Stand up for our public lands and monuments

A couple of weeks ago, Interior Secretary Ryan Zinke leaked some information about his recommendations to Trump in his national monuments review, which is rumored to encompass specific recommendations for reductions to four national monuments, including Bears Ears and Grand Staircase Escalante. Around the same time, Trump himself announced his plans to visit Utah and file an executive order following Zinke’s recommendations while he is here during the week of December 4th.
According to Ron Dean, the Central and Eastern Utah Director from Senator Hatch’s office who testified before the UT State Legislature’s Commission for the Stewardship of Public Lands on November 14th, the executive order is expected to reduce Bear Ears to 100-300K acres and Grand Staircase Escalante to 700K-1.2 million acres.
In the meantime, Rep. Rob Bishop has been systematically hacking away at the Antiquities Act in hopes of greatly restricting future use of it. Some state legislators support this, citing only absurdist hypothetical situations as rationale  (such as the potential for a president to declare a 30 million acre national monument in Utah).
Unfortunate news for public lands nevertheless leaves community members with options to advocate for better public lands policy. Here’s what you can do.

CALL TO ACTION

  • Write. Use the latest news as an excuse to write your opinion in a letter to the editor to your local paper. Letters take 15 minutes to write and require no previous experience. Check out our TIPS on How to Write an Effective Letter to the Editor here. Feel free to send us your drafts for copyediting help. And always send us published letters so we can repost them and get them more attention!
  • Give. An executive order to reduce national monument size may or may not be legal, but regardless, a slurry of lawsuits is expected to follow. If you oppose the executive order, donate what you can to the lawsuit efforts.
  • Protest. If protest is your preferred method, join the Dec 2 Rally Against Trump’s Monumental Mistake (1-2:30p at the State Capitol Rotunda on Capitol Hill) during Trump’s visit to Utah. There will also be a street protest on December 4th (time and location TBD — text keyword UTAH to 52886 to get text alerts about this or click here).
  • Share. Care about this issue? Spread the word to others by sharing this action. And continue to spread important op-eds and articles across social media for local and out-of-state audiences alike, such as:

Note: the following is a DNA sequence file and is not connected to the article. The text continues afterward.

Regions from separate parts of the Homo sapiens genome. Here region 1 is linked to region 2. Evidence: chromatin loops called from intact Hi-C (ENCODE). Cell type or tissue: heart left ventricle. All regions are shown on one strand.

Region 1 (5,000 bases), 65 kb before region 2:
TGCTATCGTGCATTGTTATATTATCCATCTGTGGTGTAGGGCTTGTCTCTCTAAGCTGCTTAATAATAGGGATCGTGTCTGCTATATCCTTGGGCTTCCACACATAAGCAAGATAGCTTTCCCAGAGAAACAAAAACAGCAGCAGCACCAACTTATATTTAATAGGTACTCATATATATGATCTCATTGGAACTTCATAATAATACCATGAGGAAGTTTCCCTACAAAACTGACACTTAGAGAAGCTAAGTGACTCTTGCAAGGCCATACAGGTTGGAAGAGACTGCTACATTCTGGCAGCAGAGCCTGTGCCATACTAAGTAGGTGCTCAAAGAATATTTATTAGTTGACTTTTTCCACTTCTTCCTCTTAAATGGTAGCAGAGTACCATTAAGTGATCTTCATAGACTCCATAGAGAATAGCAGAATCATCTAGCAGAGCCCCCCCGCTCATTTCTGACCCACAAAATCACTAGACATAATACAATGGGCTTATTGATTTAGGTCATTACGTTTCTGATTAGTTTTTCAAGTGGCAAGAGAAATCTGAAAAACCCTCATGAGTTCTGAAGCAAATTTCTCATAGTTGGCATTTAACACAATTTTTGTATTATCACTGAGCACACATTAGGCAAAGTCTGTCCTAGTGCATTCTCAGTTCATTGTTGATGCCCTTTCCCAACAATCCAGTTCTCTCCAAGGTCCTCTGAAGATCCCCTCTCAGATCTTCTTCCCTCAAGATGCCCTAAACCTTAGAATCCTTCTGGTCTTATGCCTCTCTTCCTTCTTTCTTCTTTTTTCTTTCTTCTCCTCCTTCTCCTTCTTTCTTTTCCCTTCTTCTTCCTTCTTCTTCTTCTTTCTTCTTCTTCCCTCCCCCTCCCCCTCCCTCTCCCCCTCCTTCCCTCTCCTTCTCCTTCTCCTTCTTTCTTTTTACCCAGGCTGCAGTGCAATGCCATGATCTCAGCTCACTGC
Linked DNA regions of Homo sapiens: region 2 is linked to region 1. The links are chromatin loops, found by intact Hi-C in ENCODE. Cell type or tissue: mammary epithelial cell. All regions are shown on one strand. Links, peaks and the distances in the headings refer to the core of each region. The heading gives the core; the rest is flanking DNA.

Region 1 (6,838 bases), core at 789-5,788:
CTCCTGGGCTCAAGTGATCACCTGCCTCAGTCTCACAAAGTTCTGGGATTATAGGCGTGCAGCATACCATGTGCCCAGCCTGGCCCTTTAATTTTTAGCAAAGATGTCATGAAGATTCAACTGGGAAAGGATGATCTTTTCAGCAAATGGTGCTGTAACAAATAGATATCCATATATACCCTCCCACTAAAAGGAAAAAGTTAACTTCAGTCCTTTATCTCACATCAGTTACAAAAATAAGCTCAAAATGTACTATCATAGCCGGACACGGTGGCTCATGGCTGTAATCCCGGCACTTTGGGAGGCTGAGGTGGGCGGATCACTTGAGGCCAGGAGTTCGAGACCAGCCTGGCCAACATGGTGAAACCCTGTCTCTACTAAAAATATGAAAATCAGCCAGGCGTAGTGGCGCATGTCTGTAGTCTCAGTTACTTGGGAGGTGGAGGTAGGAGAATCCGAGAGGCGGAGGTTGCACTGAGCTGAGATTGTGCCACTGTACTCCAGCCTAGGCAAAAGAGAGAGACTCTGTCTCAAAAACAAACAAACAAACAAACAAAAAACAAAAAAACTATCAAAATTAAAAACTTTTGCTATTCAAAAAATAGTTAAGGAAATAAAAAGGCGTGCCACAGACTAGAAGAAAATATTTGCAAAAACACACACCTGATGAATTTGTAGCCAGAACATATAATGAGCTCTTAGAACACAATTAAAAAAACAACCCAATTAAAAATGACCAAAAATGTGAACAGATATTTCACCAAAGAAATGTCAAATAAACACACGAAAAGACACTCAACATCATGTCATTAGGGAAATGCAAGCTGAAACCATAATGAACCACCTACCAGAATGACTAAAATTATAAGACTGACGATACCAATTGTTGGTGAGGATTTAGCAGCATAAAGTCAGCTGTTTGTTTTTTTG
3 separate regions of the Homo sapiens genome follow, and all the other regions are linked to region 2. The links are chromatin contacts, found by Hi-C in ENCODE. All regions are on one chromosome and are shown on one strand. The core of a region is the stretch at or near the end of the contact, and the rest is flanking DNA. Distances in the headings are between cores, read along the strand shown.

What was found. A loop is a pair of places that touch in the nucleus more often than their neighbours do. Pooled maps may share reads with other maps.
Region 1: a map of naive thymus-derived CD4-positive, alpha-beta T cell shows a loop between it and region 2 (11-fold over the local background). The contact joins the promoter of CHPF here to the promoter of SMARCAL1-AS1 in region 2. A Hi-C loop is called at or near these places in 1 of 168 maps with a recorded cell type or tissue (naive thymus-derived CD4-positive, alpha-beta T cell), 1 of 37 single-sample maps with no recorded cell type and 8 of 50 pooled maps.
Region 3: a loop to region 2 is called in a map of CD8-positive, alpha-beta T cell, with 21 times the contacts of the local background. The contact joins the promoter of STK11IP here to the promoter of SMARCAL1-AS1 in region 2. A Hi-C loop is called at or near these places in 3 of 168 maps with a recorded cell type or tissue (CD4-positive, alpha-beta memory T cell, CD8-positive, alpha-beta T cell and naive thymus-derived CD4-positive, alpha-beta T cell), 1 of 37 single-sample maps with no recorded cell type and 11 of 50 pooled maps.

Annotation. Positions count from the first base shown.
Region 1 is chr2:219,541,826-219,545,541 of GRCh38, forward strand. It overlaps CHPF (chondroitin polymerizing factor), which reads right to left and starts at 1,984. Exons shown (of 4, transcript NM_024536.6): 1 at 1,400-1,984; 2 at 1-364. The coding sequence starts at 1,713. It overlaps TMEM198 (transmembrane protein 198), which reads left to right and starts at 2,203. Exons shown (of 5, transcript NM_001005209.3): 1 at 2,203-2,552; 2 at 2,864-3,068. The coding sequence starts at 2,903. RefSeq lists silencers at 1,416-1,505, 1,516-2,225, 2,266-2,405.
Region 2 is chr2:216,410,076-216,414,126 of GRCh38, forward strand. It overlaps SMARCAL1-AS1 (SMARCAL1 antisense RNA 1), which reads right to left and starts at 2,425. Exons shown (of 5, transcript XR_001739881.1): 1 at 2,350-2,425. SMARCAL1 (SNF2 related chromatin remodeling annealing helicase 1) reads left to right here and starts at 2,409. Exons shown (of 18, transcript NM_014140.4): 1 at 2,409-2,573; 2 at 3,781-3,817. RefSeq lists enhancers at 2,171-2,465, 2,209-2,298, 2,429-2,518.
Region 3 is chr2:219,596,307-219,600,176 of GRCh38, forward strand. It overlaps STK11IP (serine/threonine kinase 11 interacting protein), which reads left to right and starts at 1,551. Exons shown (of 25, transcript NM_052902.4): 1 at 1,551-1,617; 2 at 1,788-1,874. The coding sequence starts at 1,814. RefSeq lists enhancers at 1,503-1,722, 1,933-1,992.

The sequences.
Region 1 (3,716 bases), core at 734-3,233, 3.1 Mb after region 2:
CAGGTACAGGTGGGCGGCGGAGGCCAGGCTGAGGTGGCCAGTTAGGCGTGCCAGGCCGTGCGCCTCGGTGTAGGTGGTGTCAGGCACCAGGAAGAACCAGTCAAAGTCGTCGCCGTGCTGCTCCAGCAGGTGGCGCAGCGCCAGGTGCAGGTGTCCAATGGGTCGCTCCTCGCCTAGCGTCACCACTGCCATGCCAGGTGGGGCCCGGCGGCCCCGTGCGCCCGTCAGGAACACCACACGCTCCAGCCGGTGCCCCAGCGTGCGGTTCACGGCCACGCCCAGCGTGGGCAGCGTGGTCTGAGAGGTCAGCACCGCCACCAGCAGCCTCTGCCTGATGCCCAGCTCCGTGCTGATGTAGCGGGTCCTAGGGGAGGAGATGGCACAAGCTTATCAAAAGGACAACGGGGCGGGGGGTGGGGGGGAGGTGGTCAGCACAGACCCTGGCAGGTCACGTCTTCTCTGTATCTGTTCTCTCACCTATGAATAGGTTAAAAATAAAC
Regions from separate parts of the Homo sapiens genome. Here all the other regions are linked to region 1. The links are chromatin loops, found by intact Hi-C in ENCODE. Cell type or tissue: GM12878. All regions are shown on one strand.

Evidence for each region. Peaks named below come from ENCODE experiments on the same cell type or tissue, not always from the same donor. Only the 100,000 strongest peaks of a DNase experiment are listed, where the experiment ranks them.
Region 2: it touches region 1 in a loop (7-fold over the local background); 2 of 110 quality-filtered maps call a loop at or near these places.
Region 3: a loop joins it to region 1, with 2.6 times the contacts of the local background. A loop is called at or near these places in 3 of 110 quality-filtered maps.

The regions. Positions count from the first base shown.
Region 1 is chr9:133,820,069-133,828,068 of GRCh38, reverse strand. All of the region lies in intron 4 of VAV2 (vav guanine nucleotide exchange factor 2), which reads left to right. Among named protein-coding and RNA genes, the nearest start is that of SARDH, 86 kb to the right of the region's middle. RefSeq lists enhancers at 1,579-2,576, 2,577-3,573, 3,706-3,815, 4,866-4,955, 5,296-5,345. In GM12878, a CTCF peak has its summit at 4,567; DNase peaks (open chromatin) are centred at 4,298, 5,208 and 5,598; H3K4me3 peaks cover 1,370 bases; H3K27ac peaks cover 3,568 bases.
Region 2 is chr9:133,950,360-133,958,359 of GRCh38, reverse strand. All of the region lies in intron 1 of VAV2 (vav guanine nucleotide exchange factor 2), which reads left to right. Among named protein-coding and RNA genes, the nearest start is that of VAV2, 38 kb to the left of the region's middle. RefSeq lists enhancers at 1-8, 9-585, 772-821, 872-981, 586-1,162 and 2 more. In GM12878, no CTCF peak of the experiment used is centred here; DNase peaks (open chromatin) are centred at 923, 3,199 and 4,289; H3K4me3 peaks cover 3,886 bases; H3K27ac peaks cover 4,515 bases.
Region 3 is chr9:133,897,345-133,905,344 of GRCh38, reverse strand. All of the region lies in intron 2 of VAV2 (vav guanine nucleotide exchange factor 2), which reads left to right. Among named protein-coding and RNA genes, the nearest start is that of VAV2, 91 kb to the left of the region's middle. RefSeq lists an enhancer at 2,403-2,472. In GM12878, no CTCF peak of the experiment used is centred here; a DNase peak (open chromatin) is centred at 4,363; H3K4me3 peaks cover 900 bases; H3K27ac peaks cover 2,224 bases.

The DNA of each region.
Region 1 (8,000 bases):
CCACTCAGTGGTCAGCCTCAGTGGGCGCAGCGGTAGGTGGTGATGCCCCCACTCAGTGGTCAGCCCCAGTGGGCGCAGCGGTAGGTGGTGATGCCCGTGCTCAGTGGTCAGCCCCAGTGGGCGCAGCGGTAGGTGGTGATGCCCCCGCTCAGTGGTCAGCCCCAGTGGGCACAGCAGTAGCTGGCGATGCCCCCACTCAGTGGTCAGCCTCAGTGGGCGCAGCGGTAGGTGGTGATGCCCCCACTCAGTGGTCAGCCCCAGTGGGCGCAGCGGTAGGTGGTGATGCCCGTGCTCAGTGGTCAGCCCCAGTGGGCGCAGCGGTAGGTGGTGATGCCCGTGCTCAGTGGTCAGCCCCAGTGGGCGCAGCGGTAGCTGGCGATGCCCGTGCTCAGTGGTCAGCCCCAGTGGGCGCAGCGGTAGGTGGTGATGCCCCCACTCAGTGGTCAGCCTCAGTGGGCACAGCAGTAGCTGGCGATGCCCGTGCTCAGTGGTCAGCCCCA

Deseret News oped by state legislator Rep. Chavez Houck: “Leave Utah’s monuments alone
CBS News: “How Trump’s national monument decision could affect massive deposit of fossils
The Atlantic: “Is America’s ‘Best Idea’ at Stake?
High Country News oped: “Don’t trim Grand Staircase. If anything, expand it.
SF Chronicle oped by a former director of the National Parks Service: “Bears Ears perfects America’s best idea by including tribes
NY Times oped: “Trump Attacks Teddy Roosevelt’s Grand Legacy
SL Tribune: “Southern Utah businesses united in keeping Grand Staircase-Escalante protected
High Country News: “What could be lost in a push for mining in monuments

A Note About Messaging

We always encourage you to search for messages that appeal to both sides of the aisle and that monument opponents have the best chance of hearing. Although a majority of Utahns want to see our national monuments kept in place, a majority of our representatives at the local, state and federal level disagree. It is important to note that our local, state and federal representatives all state that they do not oppose National Parks and are in favor of protecting the “health and vitality” of public lands. They simply disagree with a majority of Utah voters about how to do so and fail to recognize that disparity. This is why calls to “protect” our lands are largely ineffective. One great way to learn what wording and messages impact our legislators is to attend town halls and legislative meetings at the Capitol or to listen to audio recordings of legislative hearings and floor sessions via the state legislative website: le.utah.gov.

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